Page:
An initial rigorous inspection is conducted to ensure suitability for galvanizing and includes checks for pre-existing coatings and that appropriate holes are in place for ventilation, drainage and hanging. The steel is then cleaned and prepped. Items are suspended on hanging frames and placed in a series of pre-treatment chemical baths to remove rust, contaminants and light pre-existing coatings. Once clean, they are moved into a bath of molten zinc with a nominal operating temperature of 450°C.
The coating is achieved when zinc reacts with iron contained in the steel’s surface. A unique layered protective system is formed as the zinc “galvanizes” with the base metal. Immersion in the bath ensures corners, sealing edges, and all internal and external recesses are coated.
Unlike paint-based systems, the coating metallurgically bonds with the entire surface area of the item and does not shrink from the edges of the steel sections. Three alloying layers, gamma, delta and zeta, form on the surface of the steel. These layers are harder than the base metal, which is typically 150 DPN (diamond pyramid number), and provide the durability and high resistance to abrasion for which hot-dip galvanizing is recognised. Iron content through the layers ranges from 6% to 25% producing hardness levels between 179 DPN and 244 DPN. Eta, a relatively soft, pure zinc fourth layer forms on top. Should this outer layer sustain impact or damage, the harder inner layers continue to offer abrasion resistance together with cathodic protection if the bare metal is exposed.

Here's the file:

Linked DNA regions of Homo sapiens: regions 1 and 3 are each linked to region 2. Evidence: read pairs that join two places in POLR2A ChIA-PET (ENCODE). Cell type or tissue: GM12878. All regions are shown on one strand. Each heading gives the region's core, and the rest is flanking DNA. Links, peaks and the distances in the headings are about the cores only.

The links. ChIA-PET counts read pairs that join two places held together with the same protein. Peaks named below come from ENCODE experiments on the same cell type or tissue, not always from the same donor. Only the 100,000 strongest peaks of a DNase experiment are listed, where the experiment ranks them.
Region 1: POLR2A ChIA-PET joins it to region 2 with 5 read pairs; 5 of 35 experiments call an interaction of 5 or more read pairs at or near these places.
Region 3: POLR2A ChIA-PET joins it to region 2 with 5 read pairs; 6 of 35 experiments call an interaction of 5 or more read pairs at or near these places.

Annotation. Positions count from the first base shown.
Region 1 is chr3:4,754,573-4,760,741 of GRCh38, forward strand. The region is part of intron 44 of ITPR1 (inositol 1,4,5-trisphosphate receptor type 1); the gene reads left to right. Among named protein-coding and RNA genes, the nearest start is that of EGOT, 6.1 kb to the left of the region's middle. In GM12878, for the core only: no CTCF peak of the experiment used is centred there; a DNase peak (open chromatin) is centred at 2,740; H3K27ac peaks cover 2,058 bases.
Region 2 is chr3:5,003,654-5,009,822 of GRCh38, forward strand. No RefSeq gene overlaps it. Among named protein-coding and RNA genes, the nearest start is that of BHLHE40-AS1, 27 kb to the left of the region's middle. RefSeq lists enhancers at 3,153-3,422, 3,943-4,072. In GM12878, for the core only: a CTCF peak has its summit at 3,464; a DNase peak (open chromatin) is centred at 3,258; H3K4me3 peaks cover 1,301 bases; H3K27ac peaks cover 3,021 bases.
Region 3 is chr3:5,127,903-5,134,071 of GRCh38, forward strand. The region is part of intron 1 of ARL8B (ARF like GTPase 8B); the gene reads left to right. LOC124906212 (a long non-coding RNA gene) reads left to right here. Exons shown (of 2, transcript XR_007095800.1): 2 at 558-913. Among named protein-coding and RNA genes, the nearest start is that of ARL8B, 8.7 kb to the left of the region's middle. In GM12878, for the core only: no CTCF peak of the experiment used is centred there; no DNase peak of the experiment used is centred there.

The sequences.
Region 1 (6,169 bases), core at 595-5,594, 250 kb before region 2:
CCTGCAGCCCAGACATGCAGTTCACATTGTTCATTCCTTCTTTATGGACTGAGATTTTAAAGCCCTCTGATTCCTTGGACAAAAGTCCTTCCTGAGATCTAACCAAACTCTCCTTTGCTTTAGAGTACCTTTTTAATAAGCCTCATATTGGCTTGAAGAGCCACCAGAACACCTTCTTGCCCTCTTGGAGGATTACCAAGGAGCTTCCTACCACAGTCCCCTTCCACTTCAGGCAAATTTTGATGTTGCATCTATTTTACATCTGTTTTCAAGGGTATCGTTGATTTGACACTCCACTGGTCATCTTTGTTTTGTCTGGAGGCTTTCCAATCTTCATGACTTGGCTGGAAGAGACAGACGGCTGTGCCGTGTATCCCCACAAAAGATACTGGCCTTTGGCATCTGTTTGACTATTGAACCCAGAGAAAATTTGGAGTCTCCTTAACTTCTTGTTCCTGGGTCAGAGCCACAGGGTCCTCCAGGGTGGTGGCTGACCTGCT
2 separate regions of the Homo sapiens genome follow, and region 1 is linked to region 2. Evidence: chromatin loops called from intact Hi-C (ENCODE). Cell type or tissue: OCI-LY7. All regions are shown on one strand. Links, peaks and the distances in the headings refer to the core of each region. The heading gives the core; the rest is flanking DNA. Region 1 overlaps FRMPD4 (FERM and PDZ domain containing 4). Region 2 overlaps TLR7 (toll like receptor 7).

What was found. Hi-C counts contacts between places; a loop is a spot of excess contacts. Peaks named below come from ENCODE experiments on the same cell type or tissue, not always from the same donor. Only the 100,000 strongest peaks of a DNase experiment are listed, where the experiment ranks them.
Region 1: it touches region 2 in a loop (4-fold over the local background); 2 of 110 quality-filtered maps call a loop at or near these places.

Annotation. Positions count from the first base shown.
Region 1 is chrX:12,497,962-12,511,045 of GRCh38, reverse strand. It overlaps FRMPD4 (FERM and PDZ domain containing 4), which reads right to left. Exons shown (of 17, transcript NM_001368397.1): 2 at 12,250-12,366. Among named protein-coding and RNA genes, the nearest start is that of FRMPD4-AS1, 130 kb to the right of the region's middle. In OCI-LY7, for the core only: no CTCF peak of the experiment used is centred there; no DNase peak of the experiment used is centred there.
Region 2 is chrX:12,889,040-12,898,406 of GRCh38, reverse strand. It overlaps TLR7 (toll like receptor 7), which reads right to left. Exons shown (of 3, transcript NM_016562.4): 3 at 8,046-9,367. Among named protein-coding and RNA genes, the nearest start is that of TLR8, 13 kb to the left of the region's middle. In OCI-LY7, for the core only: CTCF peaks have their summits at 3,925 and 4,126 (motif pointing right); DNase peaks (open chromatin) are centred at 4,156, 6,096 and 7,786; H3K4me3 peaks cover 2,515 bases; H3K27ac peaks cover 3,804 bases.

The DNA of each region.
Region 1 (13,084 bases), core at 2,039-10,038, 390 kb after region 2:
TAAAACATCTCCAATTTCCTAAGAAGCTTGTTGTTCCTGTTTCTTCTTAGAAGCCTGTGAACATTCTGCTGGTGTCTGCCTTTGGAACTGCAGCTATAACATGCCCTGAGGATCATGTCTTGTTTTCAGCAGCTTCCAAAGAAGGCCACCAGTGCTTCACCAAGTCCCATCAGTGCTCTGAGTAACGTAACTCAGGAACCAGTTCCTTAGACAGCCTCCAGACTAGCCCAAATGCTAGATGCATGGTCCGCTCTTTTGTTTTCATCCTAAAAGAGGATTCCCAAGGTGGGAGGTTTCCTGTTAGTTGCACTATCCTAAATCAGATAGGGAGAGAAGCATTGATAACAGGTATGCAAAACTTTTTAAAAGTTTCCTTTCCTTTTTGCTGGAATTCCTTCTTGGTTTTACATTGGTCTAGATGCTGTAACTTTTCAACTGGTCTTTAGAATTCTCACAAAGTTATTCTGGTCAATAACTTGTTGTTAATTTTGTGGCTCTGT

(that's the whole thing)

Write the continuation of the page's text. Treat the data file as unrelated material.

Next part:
At the completion of these steps, the item is moved to a quench tank where the steel is cooled to avoid undesirable reactions to the newly coated surface from atmospheric conditions.
Before an item leaves the galvanizing plant, it is thoroughly inspected and fettled to remove any sharp and dangerous edges that may have formed as part of the hot-dip galvanizing process. In addition to the physical barrier the four layers provide, a fifth layer, the patina, will form over a period of time after the item is dispatched. The patina is a series of films on the surface initially consisting of zinc oxide and zinc hydroxide. A final transition occurs as the oxides react to carbon dioxide in the air forming a dull grey zinc carbonate coating. It is the formation of the zinc carbonate film that changes the lustre of previous bright coatings to a matte weathered appearance.
Subject to the conditions of the immediate environment in which the item is located, this transition may occur quickly, or over a period of months. The formation of the patina (weathering) completes the protective armour of the hot-dip galvanized coating and is critical to long-term corrosion protection.